[Kubernetes] – P.3 – Pods and Nodes

Kubernetes Pods

  • A Pod is a group of one or more application containers (such as Docker or rkt) and includes shared storage (volumes), IP address and information about how to run them.

A Pod is a Kubernetes abstraction that represents a group of one or more application containers, and some shared resources for those containers. Those resources include: 

  • Shared storage (as Volumes)
  • Networking (as a unique cluster IP address)
  • Information about how to run each container  (such as the container image version or specific ports to use)

A Pod models an application-specific “logical host” and can contain different application containers which are relatively tightly coupled. For example, a Pod might include both the container with your Node.js app as well as a different container that feeds the data to be published by the Node.js web server. The containers in a Pod share an IP Address and port space, are always co-located and co-scheduled, and run in a shared context on the same Node.

Pods are the atomic unit on the Kubernetes platform. When we create a Deployment on Kubernetes, that Deployment creates Pods with containers inside them (as opposed to creating containers directly). Each Pod is tied to the Node where it is scheduled and remains there until termination (according to restart policy) or deletion. In case of a Node failure, identical Pods are scheduled on other available Nodes in the cluster.



A Pod always runs on a Node. A Node is a worker machine in Kubernetes and may be either a virtual or a physical machine, depending on the cluster. Each Node is managed by the Master. A Node can have multiple pods, and the Kubernetes master automatically handles scheduling the pods across the Nodes in the cluster. The Master’s automatic scheduling takes into account the available resources on each Node.

Every Kubernetes Node runs at least:

  • Kubelet, a process responsible for communication between the Kubernetes Master and the Node; it manages the Pods and the containers running on a machine.
  • A container runtime (like Docker, rkt), responsible for pulling the container image from a registry, unpacking the container, and running the application.

Troubleshooting with kubectl

The most common operations can be done with the following kubectl commands:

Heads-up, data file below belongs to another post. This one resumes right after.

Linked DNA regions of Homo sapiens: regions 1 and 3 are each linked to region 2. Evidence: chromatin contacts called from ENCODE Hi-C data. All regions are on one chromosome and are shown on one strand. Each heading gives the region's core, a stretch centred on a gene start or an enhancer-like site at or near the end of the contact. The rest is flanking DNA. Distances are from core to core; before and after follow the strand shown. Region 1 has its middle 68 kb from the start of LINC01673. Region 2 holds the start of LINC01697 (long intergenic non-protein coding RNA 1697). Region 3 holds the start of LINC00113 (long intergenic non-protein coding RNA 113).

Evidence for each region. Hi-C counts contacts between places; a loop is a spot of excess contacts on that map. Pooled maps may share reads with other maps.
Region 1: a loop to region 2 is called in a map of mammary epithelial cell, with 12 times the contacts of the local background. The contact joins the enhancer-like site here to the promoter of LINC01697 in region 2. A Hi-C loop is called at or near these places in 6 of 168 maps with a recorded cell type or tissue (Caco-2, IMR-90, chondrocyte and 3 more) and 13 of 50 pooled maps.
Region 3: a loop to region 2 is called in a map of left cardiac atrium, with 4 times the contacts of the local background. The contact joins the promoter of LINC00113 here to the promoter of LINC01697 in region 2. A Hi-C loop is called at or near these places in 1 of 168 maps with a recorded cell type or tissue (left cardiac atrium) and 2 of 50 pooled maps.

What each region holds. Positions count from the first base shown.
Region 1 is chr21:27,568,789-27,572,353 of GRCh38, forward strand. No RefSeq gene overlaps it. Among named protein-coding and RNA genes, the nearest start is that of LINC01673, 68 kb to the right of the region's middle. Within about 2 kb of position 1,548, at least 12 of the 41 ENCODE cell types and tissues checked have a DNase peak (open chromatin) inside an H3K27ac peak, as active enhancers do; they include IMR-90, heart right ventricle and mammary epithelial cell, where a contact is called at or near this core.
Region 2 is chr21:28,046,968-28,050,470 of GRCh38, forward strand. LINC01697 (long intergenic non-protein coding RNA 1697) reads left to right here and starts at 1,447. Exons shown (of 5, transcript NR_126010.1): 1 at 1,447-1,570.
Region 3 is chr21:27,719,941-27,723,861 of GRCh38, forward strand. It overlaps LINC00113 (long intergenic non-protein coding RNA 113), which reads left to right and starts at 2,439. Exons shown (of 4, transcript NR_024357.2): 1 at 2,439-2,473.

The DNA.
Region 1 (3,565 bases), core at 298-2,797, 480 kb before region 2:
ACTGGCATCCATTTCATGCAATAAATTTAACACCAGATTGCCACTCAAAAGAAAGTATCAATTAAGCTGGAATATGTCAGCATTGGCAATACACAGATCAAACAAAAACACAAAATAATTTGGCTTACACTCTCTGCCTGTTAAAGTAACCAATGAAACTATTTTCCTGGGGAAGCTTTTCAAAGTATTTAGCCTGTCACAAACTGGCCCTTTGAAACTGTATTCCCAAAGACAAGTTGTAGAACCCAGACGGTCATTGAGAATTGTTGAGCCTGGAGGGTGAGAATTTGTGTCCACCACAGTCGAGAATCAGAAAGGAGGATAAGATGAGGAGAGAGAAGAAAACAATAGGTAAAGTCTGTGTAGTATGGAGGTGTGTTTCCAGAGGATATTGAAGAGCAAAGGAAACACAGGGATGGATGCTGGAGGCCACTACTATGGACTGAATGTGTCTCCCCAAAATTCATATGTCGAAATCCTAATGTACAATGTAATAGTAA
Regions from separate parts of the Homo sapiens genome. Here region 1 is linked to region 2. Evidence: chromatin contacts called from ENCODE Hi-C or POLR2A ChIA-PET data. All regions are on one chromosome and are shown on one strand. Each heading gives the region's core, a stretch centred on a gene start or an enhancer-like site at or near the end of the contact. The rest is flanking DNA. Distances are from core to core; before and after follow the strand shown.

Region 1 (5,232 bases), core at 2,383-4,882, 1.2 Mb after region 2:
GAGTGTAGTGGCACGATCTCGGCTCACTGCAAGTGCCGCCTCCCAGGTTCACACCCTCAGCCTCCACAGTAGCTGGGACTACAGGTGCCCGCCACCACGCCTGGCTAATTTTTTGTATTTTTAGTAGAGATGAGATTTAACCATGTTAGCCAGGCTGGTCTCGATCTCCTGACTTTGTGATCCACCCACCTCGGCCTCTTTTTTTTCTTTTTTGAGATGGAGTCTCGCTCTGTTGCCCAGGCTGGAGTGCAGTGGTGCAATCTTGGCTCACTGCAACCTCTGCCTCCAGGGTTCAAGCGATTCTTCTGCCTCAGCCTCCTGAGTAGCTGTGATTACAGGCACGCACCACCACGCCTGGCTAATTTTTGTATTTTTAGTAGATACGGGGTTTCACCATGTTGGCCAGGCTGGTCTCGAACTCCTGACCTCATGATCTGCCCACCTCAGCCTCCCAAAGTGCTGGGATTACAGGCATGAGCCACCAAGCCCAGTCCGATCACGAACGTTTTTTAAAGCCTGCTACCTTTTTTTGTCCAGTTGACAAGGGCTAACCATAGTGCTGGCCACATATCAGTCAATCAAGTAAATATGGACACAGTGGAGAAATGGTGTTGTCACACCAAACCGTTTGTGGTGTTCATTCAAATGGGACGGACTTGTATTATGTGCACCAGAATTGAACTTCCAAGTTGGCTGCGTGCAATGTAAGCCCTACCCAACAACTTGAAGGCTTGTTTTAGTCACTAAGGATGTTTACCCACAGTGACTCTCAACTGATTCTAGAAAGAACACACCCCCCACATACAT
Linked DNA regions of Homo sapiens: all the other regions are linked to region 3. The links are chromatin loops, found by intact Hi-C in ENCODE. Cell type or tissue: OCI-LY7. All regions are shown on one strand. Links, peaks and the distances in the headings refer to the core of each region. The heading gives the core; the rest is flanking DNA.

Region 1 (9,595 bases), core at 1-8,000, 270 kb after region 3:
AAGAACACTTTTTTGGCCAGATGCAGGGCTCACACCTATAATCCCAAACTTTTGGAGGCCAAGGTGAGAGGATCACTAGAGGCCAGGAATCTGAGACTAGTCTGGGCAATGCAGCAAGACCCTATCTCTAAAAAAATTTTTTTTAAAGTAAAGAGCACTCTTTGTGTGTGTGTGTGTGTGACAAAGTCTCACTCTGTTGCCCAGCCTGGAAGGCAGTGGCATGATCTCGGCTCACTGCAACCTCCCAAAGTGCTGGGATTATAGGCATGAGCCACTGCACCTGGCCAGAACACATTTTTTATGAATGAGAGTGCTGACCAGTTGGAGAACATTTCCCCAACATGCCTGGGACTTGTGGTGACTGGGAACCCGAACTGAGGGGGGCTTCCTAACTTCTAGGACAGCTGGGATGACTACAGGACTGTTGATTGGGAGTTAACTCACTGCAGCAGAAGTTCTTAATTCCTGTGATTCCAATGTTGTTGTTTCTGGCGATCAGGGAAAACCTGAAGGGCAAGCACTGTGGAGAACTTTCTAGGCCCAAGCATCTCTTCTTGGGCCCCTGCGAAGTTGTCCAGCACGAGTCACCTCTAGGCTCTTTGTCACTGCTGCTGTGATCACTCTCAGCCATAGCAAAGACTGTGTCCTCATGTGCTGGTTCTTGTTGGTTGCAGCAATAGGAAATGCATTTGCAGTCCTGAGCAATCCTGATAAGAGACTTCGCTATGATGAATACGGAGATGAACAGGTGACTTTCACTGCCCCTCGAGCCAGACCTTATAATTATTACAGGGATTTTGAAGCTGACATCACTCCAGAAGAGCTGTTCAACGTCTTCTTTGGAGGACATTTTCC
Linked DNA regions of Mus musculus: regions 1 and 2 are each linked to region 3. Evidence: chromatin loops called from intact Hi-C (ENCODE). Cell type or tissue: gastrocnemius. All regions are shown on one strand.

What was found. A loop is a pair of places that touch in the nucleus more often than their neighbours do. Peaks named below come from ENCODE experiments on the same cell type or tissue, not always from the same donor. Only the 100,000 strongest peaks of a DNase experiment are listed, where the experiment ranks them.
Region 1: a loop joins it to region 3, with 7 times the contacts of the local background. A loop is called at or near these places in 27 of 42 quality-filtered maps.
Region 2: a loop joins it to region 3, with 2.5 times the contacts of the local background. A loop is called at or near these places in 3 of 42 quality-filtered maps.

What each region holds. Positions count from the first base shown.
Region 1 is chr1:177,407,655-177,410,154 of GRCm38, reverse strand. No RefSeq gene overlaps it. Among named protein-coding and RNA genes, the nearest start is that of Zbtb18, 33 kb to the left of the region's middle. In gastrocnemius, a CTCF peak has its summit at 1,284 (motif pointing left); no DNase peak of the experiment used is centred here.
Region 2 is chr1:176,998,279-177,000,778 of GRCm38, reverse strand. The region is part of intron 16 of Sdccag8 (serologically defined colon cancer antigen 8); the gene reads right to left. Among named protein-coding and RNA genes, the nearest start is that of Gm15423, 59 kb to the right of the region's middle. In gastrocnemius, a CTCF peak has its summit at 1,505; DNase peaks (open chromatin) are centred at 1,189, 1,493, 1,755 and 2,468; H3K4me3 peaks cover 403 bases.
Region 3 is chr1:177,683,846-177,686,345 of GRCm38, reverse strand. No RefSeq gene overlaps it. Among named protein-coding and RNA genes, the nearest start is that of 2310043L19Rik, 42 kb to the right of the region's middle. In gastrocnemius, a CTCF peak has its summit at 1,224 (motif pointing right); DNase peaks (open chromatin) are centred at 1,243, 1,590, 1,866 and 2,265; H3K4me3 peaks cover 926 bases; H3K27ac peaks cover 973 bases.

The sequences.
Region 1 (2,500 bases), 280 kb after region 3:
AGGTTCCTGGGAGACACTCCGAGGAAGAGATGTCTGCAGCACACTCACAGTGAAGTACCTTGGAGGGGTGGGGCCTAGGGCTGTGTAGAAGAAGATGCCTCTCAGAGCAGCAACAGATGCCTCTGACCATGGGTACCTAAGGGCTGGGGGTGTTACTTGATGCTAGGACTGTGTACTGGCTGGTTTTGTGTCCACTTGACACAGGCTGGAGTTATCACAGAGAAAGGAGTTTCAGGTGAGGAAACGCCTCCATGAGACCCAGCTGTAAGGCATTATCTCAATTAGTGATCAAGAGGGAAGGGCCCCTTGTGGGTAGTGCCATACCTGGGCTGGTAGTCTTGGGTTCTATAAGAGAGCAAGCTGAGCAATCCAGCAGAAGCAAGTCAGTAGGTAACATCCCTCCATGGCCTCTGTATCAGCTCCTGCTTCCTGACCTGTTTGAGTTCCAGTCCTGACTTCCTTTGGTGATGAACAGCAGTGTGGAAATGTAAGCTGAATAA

• kubectl get – list resources
  • kubectl describe – show detailed information about a resource
  • kubectl logs – print the logs from a container in a pod
  • kubectl exec – execute a command on a container in a pod

You can use these commands to see when applications were deployed, what their current statuses are, where they are running and what their configurations are.

Now that we know more about our cluster components and the command line, let’s explore our application.

Step 1: Check application configuration

We’ll use the kubectl get command and look for existing Pods

kubectl get pods

To view what containers are inside that Pod and what images are used to build those containers we run the describe podscommand:

kubectl describe pods

Step 2: Show the app in the terminal

Open a new terminal and run the command:

kubectl proxy

Next, we’ll get the Pod name and query that pod directly through the proxy to get the Pod name and store it in the POD_NAME environment variable:

export POD_NAME=$(kubectl get pods -o go-template --template '{{range .items}}{{.metadata.name}}{{"\n"}}{{end}}')
echo Name of the Pod: $POD_NAME

And you will see something like this on the terminal if success

Name of the Pod: kubernetes-bootcamp-6bf84cb898-tf98f

To see the output of our application:

curl http://localhost:8001/api/v1/namespaces/default/pods/$POD_NAME/proxy/

Step 3: View the container logs

Anything that the application would normally send to STDOUTbecomes logs for the container within the Pod. We can retrieve these logs using the kubectl logs command:

kubectl logs $POD_NAME

Step 4: Executing the command on the container

We can execute commands directly on the container once the Pod is up and running. For this, we use the exec command and use the name of the Pod as a parameter. Let’s list the environment variables:

kubectl exec $POD_NAME env

Next let’s start a bash session in the Pod’s container:

kubectl exec -ti $POD_NAME bash

From the bash session, we can view the source code of the app is in the server.js file:

cat server.js

Also, we can check that the application is up by running a curl command:

curl localhost:8080

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